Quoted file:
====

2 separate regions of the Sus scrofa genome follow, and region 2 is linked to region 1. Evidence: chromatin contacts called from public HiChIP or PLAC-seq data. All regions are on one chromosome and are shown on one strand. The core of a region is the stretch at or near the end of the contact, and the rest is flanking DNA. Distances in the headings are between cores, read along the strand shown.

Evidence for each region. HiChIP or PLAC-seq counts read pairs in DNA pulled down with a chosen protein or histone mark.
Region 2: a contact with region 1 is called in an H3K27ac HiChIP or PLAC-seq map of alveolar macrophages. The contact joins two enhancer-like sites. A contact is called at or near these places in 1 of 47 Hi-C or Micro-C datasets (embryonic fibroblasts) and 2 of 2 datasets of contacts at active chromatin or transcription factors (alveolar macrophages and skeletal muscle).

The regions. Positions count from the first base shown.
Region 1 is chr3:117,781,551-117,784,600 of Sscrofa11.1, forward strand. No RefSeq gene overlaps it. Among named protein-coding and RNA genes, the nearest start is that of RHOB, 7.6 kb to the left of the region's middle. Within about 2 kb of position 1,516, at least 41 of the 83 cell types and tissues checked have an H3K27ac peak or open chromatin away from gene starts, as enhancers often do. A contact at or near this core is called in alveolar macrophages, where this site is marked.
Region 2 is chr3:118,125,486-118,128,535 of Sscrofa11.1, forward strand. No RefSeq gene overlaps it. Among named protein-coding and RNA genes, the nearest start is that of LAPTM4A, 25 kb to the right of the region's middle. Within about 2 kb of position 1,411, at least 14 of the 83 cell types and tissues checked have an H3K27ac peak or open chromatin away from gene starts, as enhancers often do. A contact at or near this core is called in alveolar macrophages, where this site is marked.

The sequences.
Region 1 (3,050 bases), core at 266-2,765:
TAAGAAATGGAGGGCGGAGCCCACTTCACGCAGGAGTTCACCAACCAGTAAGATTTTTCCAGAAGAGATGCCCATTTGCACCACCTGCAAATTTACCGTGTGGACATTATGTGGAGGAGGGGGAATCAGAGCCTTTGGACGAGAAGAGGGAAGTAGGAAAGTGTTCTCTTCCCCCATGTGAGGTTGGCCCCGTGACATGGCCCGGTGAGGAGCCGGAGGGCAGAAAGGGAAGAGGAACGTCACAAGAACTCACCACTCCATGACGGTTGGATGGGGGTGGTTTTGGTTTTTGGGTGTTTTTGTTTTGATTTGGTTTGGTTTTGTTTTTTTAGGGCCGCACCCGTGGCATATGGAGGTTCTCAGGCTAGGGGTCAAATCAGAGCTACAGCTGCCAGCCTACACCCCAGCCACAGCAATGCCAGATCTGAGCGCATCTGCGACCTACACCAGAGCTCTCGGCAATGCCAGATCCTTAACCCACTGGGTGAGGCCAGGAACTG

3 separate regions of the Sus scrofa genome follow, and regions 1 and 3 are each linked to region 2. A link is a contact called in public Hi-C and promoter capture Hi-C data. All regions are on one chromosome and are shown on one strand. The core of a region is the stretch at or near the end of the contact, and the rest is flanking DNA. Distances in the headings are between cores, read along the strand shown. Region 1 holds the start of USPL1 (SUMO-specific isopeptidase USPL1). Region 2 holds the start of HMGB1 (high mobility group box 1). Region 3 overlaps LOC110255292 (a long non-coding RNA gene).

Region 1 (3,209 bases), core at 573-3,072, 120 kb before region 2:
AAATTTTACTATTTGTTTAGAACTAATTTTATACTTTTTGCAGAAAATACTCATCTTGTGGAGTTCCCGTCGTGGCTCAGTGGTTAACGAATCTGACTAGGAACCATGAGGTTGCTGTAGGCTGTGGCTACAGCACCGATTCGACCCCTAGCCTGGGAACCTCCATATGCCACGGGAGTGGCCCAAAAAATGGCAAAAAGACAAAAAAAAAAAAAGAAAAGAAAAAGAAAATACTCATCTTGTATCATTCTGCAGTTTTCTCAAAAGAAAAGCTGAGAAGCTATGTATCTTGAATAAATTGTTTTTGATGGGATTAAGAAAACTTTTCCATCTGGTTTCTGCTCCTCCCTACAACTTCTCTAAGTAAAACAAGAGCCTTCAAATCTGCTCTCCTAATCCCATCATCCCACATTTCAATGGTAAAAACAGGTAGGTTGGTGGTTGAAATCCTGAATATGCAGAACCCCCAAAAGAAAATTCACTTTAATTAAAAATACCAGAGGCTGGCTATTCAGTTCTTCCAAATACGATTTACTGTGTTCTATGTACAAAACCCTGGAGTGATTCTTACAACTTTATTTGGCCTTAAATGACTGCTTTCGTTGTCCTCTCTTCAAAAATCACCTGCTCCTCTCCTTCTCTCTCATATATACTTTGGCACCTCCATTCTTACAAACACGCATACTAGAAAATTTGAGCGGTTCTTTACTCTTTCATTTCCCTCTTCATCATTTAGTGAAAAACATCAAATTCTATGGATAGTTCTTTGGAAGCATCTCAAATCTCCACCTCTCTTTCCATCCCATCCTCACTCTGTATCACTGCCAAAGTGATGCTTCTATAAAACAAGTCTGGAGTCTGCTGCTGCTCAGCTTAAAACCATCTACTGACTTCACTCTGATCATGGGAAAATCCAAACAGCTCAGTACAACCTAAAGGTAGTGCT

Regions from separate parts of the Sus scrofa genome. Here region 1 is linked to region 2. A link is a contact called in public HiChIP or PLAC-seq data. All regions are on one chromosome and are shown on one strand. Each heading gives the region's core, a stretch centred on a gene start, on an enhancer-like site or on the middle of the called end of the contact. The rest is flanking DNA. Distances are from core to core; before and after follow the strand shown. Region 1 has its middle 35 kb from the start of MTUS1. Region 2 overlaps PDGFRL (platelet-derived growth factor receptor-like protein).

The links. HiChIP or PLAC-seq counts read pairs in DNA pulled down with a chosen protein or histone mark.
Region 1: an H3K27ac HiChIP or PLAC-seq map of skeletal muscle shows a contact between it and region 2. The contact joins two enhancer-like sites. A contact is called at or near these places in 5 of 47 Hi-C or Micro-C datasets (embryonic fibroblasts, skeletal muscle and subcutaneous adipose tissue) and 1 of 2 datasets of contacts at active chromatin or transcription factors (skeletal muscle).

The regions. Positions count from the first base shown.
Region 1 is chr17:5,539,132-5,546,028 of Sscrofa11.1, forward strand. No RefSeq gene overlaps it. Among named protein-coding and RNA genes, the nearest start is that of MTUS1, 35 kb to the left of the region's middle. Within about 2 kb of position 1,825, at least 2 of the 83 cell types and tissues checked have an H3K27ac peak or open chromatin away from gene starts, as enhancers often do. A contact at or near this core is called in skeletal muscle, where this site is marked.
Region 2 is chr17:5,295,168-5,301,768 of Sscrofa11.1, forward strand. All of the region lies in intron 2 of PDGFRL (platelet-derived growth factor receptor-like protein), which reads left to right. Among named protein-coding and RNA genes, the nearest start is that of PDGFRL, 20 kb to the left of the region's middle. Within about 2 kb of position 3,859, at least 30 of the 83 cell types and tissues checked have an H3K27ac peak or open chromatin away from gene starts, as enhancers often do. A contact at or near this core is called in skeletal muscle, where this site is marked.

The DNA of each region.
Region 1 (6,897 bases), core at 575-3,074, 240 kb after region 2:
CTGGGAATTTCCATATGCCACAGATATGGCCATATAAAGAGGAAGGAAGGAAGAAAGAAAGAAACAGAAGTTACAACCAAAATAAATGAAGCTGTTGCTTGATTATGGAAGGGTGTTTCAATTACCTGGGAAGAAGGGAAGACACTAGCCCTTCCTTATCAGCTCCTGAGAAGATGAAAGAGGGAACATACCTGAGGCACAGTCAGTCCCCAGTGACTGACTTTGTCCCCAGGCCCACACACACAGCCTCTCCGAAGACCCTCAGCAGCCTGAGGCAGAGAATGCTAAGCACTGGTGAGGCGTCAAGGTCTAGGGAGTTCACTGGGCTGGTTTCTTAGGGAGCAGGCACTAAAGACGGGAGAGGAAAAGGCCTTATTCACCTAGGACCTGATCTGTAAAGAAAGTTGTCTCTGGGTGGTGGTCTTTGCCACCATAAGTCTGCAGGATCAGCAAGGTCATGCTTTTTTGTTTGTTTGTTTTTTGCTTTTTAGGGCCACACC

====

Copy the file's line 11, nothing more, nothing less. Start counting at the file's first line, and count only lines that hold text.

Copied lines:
Region 1 (3,209 bases), core at 573-3,072, 120 kb before region 2: